Canadian Electrical Industry News Week

 November 25, 2018

Keith SonesBy Keith Sones

Every article I write has a point. This one is dedicated to a cybermentor who has inspired me invisibly and without fail: Vivian Krause. You can find her at fairquestions.typepad.com/rethink_campaigns/. Read her stuff. It’s important.

As a 54-year-old low tech guy raised in small town Canada, I sometimes have issues fitting into our current high tech kinda life. Certain things do not come naturally. Like the Internet, which I have variously called the interweb, the Google and “that question thing on the computer.” As you can guess, my kids have variously called me several other things.

Social media also baffles me. I’m okay with LinkedIn as it’s primarily a group of like-minded professionals in search of connection and job opportunities. I’ve never been on Facebook as I’ve always thought the best way to build and maintain relationships is over coffee or, as a second choice, using Ma Bell to connect. I’ve strolled down the corridors of Twitter and everyone seems to be screaming at everyone else. In my hometown, we called that “go to the bar and hang around until last call.”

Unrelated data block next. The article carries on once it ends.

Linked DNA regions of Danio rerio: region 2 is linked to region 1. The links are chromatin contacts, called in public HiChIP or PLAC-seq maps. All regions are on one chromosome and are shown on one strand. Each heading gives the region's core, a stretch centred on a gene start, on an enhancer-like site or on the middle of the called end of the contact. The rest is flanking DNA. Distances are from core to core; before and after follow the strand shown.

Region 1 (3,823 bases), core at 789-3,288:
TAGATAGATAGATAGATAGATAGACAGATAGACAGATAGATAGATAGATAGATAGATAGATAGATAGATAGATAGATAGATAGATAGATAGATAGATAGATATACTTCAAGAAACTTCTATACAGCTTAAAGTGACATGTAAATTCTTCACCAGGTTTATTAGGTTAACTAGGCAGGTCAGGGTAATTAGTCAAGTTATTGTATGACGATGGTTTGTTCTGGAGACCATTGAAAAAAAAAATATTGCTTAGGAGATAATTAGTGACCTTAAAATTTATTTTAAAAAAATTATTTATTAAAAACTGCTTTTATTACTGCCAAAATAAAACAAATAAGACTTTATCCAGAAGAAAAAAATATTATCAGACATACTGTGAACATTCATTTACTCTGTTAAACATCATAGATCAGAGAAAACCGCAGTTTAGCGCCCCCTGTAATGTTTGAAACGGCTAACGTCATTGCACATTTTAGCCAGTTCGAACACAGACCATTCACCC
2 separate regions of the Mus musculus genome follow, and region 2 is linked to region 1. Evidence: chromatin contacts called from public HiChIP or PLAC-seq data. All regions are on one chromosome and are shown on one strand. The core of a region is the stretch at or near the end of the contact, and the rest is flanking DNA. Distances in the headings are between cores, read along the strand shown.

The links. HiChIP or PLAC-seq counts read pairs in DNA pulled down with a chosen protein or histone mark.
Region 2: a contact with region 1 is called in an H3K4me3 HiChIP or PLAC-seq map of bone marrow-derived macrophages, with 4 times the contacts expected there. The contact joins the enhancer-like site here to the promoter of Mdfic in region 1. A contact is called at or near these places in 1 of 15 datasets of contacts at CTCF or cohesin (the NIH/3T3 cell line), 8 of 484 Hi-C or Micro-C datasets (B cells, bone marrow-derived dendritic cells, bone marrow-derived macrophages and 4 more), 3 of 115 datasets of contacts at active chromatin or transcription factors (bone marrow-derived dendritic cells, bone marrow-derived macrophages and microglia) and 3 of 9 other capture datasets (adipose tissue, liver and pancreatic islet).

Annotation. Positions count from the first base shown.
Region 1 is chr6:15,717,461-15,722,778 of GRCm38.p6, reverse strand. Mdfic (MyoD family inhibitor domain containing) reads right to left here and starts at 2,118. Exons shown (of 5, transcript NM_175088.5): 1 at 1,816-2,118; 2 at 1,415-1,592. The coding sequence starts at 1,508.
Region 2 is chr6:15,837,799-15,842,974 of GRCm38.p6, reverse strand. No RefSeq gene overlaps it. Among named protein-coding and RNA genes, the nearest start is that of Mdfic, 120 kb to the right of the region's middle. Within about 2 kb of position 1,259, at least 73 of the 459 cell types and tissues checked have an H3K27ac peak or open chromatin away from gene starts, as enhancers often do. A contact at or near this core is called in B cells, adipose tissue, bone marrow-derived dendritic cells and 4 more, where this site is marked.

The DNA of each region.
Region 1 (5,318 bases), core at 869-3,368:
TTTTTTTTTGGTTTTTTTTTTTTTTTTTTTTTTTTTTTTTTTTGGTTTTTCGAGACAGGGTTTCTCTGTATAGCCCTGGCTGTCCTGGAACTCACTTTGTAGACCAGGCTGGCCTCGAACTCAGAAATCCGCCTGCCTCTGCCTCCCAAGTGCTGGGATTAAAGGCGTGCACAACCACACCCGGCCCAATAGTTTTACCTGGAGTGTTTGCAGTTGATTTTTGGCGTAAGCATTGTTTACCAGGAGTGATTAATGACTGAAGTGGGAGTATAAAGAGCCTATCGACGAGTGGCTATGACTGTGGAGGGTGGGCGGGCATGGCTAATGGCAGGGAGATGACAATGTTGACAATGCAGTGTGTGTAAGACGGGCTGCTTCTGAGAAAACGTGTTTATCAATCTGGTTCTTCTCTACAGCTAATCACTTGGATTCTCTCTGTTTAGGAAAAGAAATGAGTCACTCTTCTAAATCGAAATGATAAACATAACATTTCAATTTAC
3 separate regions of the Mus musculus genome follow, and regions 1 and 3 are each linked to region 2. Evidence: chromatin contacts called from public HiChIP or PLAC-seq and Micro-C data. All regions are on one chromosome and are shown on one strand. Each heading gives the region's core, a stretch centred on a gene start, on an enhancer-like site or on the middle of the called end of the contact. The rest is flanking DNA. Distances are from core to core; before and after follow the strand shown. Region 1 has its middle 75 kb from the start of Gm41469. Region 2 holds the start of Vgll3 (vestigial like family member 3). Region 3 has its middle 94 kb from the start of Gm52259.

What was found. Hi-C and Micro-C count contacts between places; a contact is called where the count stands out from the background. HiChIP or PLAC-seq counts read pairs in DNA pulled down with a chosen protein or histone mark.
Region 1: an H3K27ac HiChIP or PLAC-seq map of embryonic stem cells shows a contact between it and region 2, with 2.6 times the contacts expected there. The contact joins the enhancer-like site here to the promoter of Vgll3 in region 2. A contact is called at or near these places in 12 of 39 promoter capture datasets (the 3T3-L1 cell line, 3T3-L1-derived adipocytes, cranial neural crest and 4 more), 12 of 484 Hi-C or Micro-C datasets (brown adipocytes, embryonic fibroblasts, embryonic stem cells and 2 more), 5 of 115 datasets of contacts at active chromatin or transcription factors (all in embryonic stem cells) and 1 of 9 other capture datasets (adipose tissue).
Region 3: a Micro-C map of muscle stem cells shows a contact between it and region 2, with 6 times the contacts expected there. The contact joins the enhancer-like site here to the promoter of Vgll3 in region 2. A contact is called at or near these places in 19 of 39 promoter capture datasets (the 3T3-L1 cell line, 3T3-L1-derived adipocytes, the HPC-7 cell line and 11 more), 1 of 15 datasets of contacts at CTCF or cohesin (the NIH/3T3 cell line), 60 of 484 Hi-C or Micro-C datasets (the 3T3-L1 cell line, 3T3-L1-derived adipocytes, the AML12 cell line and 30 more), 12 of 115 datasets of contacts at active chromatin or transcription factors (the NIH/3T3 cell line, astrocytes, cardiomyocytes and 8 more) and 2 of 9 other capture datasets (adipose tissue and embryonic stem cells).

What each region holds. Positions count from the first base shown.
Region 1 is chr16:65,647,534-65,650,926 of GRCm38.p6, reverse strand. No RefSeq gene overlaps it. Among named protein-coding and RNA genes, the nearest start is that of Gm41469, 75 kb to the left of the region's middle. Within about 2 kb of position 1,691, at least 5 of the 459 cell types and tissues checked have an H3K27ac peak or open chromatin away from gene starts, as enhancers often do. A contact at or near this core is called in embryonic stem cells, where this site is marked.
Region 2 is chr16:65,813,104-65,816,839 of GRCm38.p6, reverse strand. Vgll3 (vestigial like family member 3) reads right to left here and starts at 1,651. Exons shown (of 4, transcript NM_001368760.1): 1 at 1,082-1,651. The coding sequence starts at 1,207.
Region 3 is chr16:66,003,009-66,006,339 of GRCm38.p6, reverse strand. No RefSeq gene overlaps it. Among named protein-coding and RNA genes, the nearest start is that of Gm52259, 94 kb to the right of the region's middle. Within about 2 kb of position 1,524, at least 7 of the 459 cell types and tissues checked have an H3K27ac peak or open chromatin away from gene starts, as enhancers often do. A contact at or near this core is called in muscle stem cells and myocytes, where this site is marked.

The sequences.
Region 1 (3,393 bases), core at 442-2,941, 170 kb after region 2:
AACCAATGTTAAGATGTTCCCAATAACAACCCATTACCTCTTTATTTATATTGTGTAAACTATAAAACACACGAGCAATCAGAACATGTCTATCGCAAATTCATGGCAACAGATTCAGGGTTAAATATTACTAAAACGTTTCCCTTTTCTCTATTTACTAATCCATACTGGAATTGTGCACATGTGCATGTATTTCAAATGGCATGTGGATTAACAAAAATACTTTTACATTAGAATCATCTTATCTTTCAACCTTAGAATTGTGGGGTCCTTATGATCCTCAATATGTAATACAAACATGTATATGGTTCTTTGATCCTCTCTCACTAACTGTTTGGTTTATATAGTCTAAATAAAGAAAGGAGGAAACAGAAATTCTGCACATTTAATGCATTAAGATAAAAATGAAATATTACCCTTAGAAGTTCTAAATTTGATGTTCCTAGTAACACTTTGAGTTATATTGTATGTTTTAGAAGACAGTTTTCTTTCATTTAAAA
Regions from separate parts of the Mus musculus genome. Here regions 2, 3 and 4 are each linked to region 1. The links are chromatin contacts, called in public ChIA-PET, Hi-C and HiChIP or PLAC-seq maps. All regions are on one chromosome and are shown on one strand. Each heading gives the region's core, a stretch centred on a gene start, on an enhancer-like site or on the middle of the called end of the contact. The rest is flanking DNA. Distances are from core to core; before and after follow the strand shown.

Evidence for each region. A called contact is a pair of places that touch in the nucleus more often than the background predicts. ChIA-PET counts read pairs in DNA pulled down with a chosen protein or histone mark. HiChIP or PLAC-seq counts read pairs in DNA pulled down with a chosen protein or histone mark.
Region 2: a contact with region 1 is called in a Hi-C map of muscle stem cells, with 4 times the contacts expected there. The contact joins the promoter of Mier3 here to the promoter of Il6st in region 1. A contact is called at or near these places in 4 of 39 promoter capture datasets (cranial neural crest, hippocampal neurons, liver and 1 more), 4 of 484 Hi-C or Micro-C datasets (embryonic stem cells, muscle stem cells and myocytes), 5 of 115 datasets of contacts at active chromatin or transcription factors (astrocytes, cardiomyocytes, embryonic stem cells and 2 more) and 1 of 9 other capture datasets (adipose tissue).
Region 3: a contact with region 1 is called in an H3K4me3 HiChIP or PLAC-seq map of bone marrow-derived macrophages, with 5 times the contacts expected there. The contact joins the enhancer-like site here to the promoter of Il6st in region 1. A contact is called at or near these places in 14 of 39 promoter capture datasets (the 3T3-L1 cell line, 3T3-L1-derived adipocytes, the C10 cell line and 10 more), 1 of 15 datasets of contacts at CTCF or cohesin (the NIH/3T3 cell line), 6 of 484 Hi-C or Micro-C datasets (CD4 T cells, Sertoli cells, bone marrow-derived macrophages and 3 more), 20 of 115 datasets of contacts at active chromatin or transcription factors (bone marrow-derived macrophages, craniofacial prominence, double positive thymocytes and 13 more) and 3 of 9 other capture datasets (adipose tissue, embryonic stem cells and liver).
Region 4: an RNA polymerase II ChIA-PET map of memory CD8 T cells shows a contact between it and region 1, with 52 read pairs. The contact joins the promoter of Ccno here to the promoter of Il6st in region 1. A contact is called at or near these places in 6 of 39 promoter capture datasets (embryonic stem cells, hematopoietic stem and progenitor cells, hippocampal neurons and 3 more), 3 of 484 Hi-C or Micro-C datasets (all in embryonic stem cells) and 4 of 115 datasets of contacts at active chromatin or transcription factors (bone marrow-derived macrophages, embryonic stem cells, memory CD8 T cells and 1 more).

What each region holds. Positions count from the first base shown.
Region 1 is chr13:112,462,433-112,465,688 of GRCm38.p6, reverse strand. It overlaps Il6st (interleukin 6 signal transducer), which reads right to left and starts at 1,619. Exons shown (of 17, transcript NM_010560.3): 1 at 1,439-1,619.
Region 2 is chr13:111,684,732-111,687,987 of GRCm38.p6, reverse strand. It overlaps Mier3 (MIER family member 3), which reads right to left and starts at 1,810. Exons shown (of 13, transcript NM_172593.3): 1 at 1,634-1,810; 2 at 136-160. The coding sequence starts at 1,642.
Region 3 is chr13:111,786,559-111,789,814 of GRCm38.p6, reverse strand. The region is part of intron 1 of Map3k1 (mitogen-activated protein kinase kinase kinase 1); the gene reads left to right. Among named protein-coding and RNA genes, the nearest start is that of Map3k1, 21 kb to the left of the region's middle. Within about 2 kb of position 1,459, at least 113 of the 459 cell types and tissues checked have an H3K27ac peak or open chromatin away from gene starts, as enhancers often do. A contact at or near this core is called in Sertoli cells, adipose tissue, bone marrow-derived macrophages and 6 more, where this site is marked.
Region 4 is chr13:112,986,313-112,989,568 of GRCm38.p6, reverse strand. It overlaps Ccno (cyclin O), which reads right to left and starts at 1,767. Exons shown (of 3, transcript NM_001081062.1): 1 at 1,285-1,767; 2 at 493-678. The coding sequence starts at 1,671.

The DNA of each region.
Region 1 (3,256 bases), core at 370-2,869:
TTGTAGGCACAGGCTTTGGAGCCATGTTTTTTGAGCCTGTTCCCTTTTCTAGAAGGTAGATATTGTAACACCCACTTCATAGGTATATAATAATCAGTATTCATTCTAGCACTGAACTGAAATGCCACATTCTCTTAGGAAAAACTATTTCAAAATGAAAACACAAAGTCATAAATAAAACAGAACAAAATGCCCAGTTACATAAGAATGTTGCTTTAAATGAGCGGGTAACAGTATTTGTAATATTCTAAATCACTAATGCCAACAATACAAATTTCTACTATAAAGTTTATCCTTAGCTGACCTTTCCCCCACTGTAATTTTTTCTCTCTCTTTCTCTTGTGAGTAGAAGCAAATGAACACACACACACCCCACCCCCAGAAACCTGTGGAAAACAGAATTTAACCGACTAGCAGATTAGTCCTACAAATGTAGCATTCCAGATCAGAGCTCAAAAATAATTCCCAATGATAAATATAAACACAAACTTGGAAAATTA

I could go on, but suffice it to say that there are a few things in our digital, hyper-connected, technologically driven big data world that cause me discomfort. There is, however, one thing that I’m very comfortable doing. It’s an activity that people have done for centuries. Something that we all did effortlessly at 3 years of age then forgot by the time we were 23. A skill that has won wars, created unimaginable wealth, and allows some to live in matrimonial bliss when others can’t cobble together three dates in a row. It sounds very easy, but it’s actually very difficult and controversial because it requires ripping people and on occasion entire organizations out of their comfort zones.

Two distinct events allowed to have my personal eureka moments, and made me realize how crucially important this ability really is.

Event #1: as a newly minted health and safety professional in the early 1990s, I joined a large engineering focused corporation fresh out of school and was thrilled to be working for a company known for technical prowess and a heavy focus on worker safety. My boss had been there for many years and was proud of both his role and past accomplishments. He took me under his wing and pointed out the many systems and processes that were in place in the company. It was obvious that many people had spent a lot of time building and maintaining these programs.